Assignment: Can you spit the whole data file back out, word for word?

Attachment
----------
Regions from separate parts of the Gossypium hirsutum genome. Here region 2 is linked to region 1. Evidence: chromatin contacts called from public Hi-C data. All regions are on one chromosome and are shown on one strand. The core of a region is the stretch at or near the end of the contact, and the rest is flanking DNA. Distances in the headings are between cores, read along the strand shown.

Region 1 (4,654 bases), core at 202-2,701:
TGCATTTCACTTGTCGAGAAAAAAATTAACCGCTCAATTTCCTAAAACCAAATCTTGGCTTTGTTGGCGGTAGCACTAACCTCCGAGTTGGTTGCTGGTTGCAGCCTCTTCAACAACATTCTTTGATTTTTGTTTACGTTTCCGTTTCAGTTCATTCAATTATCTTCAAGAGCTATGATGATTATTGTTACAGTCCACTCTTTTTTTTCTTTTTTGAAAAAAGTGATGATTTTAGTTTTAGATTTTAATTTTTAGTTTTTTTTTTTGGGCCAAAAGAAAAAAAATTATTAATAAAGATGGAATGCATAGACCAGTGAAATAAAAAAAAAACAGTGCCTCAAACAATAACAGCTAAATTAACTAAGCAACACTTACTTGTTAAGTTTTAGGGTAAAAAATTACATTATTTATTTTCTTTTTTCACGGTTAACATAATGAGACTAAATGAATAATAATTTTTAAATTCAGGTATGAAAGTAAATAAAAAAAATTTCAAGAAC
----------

Regions from separate parts of the Gossypium hirsutum genome. Here region 2 is linked to region 1. Evidence: chromatin contacts called from public Hi-C data. All regions are on one chromosome and are shown on one strand. The core of a region is the stretch at or near the end of the contact, and the rest is flanking DNA. Distances in the headings are between cores, read along the strand shown.

Region 1 (4,654 bases), core at 202-2,701:
TGCATTTCACTTGTCGAGAAAAAAATTAACCGCTCAATTTCCTAAAACCAAATCTTGGCTTTGTTGGCGGTAGCACTAACCTCCGAGTTGGTTGCTGGTTGCAGCCTCTTCAACAACATTCTTTGATTTTTGTTTACGTTTCCGTTTCAGTTCATTCAATTATCTTCAAGAGCTATGATGATTATTGTTACAGTCCACTCTTTTTTTTCTTTTTTGAAAAAAGTGATGATTTTAGTTTTAGATTTTAATTTTTAGTTTTTTTTTTTGGGCCAAAAGAAAAAAAATTATTAATAAAGATGGAATGCATAGACCAGTGAAATAAAAAAAAAACAGTGCCTCAAACAATAACAGCTAAATTAACTAAGCAACACTTACTTGTTAAGTTTTAGGGTAAAAAATTACATTATTTATTTTCTTTTTTCACGGTTAACATAATGAGACTAAATGAATAATAATTTTTAAATTCAGGTATGAAAGTAAATAAAAAAAATTTCAAGAAC